Drag the following two parameters to the Raws field in the tab settings panel.

Page path and Screen class: The part of the URL that does not exist.

Page Referrer: Where did the error occur? This can be an external domain or your site's URL

6) Add filters to the report

How to track broken pages on a site in GA4?

Drag the two specified options into the filter field in the tab's settings panel:

Event name (Event name)

Page title (Page title)

7) Adjust the filters

How to track broken pages on a site in GA4?

For the Page title filter, use the value of your 404 page. This can be, for example, page not found, page not available, error 404, etc.

Use 'exact match' and 'page_view' for the event filter as we only need these events in the report.

Click Apply below both filters.

8) Add the number of events indicator

How to track broken pages on a site in GA4?

A metric is all that's currently missing to populate your 404 report.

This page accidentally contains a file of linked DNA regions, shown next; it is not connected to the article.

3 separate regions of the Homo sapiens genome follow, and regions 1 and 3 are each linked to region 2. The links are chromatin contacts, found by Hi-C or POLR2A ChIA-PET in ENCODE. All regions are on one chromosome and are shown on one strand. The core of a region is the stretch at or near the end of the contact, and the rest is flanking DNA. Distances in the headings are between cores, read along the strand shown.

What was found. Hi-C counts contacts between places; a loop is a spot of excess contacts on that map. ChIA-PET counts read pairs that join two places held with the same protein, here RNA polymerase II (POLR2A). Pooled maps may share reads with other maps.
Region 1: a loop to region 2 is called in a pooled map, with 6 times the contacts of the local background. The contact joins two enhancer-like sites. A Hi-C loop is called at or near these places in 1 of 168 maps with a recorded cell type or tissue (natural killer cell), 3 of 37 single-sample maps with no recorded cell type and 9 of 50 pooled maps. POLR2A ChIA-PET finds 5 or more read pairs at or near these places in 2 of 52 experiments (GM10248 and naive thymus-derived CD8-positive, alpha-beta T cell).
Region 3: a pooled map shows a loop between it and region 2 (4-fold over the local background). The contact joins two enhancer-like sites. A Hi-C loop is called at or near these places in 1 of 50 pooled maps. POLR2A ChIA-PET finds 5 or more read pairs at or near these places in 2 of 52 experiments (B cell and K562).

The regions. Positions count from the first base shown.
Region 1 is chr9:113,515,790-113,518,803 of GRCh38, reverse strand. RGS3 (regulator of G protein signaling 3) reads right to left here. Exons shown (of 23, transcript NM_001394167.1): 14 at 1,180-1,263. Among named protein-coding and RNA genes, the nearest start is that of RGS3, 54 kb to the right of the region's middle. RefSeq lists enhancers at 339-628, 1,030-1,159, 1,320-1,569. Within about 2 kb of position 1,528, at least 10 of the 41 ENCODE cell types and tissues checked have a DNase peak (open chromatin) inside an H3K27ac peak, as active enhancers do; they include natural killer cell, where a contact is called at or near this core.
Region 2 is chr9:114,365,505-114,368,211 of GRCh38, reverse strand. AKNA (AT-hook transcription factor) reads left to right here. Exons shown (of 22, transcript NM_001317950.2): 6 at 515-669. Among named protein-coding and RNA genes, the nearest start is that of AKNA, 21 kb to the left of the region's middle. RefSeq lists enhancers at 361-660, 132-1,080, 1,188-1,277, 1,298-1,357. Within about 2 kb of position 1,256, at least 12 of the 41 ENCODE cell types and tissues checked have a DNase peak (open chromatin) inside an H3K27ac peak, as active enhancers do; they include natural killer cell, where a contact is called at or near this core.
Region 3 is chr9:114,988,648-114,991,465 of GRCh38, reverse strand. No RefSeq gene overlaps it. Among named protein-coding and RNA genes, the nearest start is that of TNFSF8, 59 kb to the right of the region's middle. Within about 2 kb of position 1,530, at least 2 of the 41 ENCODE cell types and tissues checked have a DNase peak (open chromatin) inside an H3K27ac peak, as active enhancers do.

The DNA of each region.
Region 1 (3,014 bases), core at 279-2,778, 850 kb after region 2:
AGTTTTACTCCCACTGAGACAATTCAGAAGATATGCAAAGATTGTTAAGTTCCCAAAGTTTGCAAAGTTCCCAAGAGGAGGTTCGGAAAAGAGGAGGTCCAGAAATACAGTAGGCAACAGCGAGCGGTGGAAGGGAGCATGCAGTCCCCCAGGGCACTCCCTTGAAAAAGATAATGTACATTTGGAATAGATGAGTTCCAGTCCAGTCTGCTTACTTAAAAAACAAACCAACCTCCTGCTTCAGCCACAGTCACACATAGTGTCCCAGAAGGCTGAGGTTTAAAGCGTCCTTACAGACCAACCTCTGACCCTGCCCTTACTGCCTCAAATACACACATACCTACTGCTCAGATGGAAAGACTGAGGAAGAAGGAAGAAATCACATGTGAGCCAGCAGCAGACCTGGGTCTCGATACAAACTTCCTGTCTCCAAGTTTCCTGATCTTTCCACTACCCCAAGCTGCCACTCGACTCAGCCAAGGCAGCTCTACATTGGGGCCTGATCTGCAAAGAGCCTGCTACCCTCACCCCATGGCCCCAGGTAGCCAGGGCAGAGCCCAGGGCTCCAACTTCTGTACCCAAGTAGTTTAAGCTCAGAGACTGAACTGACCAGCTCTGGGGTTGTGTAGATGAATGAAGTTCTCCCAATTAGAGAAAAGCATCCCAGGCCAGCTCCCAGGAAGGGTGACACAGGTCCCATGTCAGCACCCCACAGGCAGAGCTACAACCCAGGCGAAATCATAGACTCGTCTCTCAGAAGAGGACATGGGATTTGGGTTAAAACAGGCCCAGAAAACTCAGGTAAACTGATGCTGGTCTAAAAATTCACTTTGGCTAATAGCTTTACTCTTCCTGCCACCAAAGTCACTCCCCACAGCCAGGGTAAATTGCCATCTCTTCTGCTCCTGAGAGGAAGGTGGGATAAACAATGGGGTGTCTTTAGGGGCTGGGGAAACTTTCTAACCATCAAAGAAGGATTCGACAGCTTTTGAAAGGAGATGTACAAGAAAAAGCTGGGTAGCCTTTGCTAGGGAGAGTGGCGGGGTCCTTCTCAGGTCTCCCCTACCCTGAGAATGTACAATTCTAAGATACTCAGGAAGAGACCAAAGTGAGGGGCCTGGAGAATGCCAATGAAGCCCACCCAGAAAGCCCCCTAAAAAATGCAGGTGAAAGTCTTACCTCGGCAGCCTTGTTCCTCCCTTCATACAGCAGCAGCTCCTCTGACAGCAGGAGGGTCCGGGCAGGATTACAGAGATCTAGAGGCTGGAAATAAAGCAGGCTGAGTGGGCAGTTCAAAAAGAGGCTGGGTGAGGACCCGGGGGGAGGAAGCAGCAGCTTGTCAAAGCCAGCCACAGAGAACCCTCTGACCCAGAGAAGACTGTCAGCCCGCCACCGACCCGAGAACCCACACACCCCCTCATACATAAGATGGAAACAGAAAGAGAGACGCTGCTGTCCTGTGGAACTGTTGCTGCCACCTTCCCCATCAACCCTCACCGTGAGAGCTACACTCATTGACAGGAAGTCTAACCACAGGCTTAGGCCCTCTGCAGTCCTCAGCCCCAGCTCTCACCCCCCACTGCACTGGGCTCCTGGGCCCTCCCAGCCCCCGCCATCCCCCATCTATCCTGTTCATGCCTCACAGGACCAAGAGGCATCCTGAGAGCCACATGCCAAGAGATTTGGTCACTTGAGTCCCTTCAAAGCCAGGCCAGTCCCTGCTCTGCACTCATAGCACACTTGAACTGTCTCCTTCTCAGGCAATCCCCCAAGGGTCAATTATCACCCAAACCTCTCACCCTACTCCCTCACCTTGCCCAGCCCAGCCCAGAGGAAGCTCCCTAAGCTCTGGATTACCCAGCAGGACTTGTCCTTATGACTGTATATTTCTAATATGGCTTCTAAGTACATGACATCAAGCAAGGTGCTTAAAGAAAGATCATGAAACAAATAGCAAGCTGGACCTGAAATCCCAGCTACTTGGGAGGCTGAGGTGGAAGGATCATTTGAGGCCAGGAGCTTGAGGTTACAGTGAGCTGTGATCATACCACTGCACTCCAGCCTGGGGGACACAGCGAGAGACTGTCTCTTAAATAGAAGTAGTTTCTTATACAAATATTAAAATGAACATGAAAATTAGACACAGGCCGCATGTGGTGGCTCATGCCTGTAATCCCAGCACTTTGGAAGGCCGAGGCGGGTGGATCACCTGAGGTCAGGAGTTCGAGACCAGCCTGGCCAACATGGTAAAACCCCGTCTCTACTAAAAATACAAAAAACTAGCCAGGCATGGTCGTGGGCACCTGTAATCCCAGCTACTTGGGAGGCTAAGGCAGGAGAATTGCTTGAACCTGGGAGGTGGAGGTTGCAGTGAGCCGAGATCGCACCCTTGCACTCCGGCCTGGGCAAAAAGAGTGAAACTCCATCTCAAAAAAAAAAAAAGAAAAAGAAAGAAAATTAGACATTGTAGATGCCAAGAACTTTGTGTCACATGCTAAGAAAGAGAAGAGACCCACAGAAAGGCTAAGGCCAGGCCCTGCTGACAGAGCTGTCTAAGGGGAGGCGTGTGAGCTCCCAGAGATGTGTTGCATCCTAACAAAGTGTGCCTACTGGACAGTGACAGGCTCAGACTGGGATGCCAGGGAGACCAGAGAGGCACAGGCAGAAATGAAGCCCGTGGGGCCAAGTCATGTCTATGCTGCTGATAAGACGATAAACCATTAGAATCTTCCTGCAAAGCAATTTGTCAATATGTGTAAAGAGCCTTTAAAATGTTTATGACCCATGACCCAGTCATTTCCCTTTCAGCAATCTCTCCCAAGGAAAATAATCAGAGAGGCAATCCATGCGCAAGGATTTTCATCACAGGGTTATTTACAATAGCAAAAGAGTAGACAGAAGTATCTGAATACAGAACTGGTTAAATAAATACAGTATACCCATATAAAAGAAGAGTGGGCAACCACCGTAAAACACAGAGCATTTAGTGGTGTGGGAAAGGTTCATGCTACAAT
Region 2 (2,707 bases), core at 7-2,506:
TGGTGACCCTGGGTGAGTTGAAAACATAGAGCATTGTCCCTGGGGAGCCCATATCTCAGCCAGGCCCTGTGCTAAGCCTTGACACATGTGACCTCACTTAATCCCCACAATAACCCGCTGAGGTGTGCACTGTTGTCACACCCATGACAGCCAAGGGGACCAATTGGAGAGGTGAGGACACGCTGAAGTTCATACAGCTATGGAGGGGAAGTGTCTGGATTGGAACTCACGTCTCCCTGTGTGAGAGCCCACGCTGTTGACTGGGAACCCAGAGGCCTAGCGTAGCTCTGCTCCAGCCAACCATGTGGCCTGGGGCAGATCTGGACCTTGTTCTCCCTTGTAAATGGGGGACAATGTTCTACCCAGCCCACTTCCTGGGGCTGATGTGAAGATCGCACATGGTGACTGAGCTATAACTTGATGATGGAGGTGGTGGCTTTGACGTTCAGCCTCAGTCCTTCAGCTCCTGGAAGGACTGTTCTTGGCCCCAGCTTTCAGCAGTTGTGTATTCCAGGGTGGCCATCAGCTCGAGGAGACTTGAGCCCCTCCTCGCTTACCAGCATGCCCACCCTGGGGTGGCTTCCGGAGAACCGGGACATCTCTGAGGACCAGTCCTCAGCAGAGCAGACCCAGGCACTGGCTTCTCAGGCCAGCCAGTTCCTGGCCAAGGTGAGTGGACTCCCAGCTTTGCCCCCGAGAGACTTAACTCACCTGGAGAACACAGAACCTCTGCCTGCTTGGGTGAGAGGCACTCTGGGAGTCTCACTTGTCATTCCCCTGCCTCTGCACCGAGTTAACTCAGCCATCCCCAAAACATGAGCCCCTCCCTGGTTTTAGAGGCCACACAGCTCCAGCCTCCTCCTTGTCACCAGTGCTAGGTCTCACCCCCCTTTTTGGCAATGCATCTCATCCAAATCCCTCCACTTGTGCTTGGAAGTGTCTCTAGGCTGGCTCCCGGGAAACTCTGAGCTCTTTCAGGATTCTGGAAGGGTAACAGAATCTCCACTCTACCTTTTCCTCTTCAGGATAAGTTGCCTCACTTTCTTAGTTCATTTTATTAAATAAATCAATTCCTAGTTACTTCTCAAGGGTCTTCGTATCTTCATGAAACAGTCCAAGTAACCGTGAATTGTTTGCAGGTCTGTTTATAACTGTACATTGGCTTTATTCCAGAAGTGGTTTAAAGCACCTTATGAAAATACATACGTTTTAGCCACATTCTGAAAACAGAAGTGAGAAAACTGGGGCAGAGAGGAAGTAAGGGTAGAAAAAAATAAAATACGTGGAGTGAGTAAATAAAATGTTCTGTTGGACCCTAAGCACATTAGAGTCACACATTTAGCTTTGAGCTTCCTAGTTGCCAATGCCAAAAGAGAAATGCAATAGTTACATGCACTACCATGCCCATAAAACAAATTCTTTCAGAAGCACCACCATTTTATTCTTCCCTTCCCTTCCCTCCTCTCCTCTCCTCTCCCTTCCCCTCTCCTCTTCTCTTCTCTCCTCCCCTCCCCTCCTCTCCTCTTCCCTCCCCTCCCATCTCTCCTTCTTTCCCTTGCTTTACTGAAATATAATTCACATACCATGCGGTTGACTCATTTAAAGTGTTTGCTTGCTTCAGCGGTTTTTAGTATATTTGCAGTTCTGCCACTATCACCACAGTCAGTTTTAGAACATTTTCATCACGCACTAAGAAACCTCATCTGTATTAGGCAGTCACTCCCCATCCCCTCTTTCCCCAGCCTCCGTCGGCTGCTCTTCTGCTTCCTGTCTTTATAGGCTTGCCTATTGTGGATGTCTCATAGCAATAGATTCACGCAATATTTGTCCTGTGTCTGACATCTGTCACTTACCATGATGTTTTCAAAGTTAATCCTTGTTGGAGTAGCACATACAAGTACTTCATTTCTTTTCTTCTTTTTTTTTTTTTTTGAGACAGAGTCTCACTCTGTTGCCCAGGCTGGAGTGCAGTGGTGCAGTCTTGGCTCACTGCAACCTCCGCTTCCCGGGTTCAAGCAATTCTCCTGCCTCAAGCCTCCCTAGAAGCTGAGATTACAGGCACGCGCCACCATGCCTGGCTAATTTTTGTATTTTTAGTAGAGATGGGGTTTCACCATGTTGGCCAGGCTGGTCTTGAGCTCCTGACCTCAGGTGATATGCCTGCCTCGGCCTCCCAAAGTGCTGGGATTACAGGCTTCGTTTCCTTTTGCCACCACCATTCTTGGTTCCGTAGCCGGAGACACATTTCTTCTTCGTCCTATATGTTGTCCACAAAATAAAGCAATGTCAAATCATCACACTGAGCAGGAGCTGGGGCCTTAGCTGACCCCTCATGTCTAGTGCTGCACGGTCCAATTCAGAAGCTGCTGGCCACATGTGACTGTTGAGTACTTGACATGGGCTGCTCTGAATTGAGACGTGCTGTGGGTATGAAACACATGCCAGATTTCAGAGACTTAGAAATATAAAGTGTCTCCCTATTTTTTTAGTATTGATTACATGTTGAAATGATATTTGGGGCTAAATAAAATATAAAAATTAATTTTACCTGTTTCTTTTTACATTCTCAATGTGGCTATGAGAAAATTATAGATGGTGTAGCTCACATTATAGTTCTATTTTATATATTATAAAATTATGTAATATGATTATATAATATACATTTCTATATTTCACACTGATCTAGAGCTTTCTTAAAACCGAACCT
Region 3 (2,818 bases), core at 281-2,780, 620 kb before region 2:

Click the plus sign in the Metrics field in the Variables panel.

9) Import the metric for the report

How to track broken pages on a site in GA4?

Select Event count in the Events section and click the blue Import button.

10) Drag the metric into the value field

How to track broken pages on a site in GA4?

Drag the number of events from the Metrics field in the Variable panel to the Value field in the tab settings panel.

Now your report shows the data:

How to track broken pages on a site in GA4?

If you don't see anything, it could mean that:

— Something is done wrong

— No one hit the 404 page within the selected date range

Your 404 report is ready, and you can access it in the future via the custom reports tab.